by Rose Brennan & Megan Dreher, Managing & A&E Editor & Editor-in-Chief
In what will be a first for Manhattan College, Springfest will be a two-act show and celebration this semester. On Saturday, April 13, 3OH!3, Jeremih and Skylar Grey will all perform for the college community.
In addition to hosting three artists for Springfest, several activities will be offered for students before the first performance. Owing to an overarching theme of a carnival, the preliminary activities will include rides, beach volleyball, giant cup pong, a psychic, raffles and food. At 1:00 p.m., Grey’s performance will begin, which will be immediately followed by 30H!3. After 3OH!3’s performance, there will be another gap for activities, including karaoke and a prize hunt across campus. At 7:00 p.m., a DJ will open for the second headliner, Jeremih.
The full day of activities and performances was largely orchestrated by senior Casey Monroe, vice president of social life. She and student body president Jaycie Cooper worked in close collaboration with the Office of Student Engagement to book the artists for the event.
“I was the person who was … searching for the artist, talking to the agents, seeing how much the pricing was and things of that sort,” Monroe said. “Everybody else within our group was obviously helping as well, because I think, at least from my opinion, we’re a very close-knit team, so any time I need to call on somebody else, it’s pretty easy.”
“I was a huge part of finding the Springfest artist … and I’m very excited,” Monroe said.
This collaborative process was certainly not a short one. Monroe estimated that finding and booking the artists took four to five months from start to finish.
“It was not easy,” Monroe said. “I think a lot of people think that it’s just … ‘hey, I want this artist to come,’ and then boom, that’s the person that’s coming, when in reality, it took like at least four or five months to find somebody that was both a good fit for this school, who was appropriate, who was within our budget and who students would really enjoy.”
Jaycie Cooper echoed the struggles of finding a singular artist, let alone three, that appropriately fit the school in all aspects, particularly from a financial standpoint.
“For Quadchella, we didn’t have an artist, we just had student performers. That saved us in the ballpark of about $45,000, so we were able to transfer that money to Springfest,” Cooper said. “We saved the money where we could, because Springfest is really that one event of the year that appeals to all students and is likely the most attended event for the student body. Therefore, we feel it should be the biggest, the greatest, and should have the most funding for it.”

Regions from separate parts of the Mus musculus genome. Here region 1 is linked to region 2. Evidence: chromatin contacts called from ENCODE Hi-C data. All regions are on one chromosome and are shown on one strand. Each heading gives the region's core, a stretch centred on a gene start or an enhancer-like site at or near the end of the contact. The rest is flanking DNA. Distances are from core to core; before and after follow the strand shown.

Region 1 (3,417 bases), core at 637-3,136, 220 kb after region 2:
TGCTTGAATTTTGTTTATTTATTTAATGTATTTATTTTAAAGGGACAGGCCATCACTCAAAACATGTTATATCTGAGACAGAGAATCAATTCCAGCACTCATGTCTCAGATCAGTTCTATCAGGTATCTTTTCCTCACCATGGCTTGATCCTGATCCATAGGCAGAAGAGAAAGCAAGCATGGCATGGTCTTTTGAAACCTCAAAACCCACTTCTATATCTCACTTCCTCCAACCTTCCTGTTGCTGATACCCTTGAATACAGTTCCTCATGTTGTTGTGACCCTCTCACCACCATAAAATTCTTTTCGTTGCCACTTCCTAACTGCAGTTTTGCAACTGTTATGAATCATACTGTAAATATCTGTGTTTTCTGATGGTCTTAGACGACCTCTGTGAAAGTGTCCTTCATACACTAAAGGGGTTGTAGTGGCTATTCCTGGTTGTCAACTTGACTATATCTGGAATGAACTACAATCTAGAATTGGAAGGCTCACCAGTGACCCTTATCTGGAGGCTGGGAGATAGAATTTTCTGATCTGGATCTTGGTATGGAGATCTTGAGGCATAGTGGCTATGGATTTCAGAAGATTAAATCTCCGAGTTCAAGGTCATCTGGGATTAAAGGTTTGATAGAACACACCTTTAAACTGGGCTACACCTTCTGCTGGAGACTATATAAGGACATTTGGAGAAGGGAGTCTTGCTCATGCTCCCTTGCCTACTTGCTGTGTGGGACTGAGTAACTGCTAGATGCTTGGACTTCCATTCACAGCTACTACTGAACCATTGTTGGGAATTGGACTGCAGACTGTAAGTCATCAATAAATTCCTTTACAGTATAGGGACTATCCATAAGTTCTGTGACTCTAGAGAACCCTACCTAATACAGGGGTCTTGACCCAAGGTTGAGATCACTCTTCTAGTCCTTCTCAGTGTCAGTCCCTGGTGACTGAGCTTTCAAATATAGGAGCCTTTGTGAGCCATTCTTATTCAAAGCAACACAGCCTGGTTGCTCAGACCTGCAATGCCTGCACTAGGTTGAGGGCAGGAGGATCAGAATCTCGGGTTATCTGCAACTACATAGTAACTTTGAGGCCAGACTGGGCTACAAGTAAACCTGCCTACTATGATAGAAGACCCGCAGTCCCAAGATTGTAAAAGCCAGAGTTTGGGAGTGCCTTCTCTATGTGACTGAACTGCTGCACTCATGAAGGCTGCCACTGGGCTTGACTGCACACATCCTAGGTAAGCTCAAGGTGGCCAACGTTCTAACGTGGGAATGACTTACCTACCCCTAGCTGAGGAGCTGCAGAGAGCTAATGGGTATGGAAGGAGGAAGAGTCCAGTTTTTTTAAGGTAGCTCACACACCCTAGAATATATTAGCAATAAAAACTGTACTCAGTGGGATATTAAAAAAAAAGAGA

There were several reasons behind booking more than one artist for this year’s Springfest. One of the key motivating factors for Monroe was planning an entire day of activities for the student body.
“In the past, it’s been … events, music artist at like 2:00 or 3:00 [p.m.] and it’s over. And we really wanted to continue that party for students [and] have this be an all-day event,” Monroe said.
Cooper added, “There will be two rounds of food, games throughout campus– karaoke in Smith, activities and vendors in the Quad, field games in Jasper backyard, all trying to give more of that festival feel. We want to have as much as possible to keep people active on campus.”
But Cooper and Monroe both agreed that they wanted Springfest to have the broadest appeal possible for as many students as possible. Hence, multiple artists across multiple genres were selected so everyone could enjoy something.
“We wanted to reach a number of different personality types, basically. And so with the artists that we’ve chosen, we wanted to expand that that range,” Monroe said. “So we wanted to get artists that were from multiple different styles so that people who like all different kinds of music could be able to enjoy Springfest in its entirety.”
Though Monroe was unable to mention other contending artists for this year’s Springfest, she did note that each of the possibilities were “in the same range, both pricing-wise and music style-wise as [the] current artist is.”